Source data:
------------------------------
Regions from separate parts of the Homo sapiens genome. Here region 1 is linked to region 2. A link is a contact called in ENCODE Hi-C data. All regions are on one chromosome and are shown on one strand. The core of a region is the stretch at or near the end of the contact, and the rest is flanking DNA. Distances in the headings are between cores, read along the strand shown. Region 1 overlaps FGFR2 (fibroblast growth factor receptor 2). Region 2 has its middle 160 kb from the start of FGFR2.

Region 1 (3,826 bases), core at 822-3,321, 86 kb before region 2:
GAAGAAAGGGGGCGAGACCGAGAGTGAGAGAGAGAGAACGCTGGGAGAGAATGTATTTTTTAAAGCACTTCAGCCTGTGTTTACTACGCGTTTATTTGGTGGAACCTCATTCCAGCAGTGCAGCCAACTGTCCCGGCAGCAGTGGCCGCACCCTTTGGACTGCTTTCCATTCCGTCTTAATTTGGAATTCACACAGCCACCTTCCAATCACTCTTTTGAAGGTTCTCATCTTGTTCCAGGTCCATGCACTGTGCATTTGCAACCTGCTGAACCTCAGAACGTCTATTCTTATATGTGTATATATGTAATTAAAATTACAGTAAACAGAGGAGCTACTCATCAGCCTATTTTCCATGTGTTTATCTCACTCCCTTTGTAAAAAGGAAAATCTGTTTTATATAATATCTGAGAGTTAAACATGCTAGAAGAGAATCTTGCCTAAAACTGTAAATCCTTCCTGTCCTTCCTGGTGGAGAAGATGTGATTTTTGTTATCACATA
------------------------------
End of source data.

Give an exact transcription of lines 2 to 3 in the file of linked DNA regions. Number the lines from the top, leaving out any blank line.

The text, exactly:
Region 1 (3,826 bases), core at 822-3,321, 86 kb before region 2:
GAAGAAAGGGGGCGAGACCGAGAGTGAGAGAGAGAGAACGCTGGGAGAGAATGTATTTTTTAAAGCACTTCAGCCTGTGTTTACTACGCGTTTATTTGGTGGAACCTCATTCCAGCAGTGCAGCCAACTGTCCCGGCAGCAGTGGCCGCACCCTTTGGACTGCTTTCCATTCCGTCTTAATTTGGAATTCACACAGCCACCTTCCAATCACTCTTTTGAAGGTTCTCATCTTGTTCCAGGTCCATGCACTGTGCATTTGCAACCTGCTGAACCTCAGAACGTCTATTCTTATATGTGTATATATGTAATTAAAATTACAGTAAACAGAGGAGCTACTCATCAGCCTATTTTCCATGTGTTTATCTCACTCCCTTTGTAAAAAGGAAAATCTGTTTTATATAATATCTGAGAGTTAAACATGCTAGAAGAGAATCTTGCCTAAAACTGTAAATCCTTCCTGTCCTTCCTGGTGGAGAAGATGTGATTTTTGTTATCACATA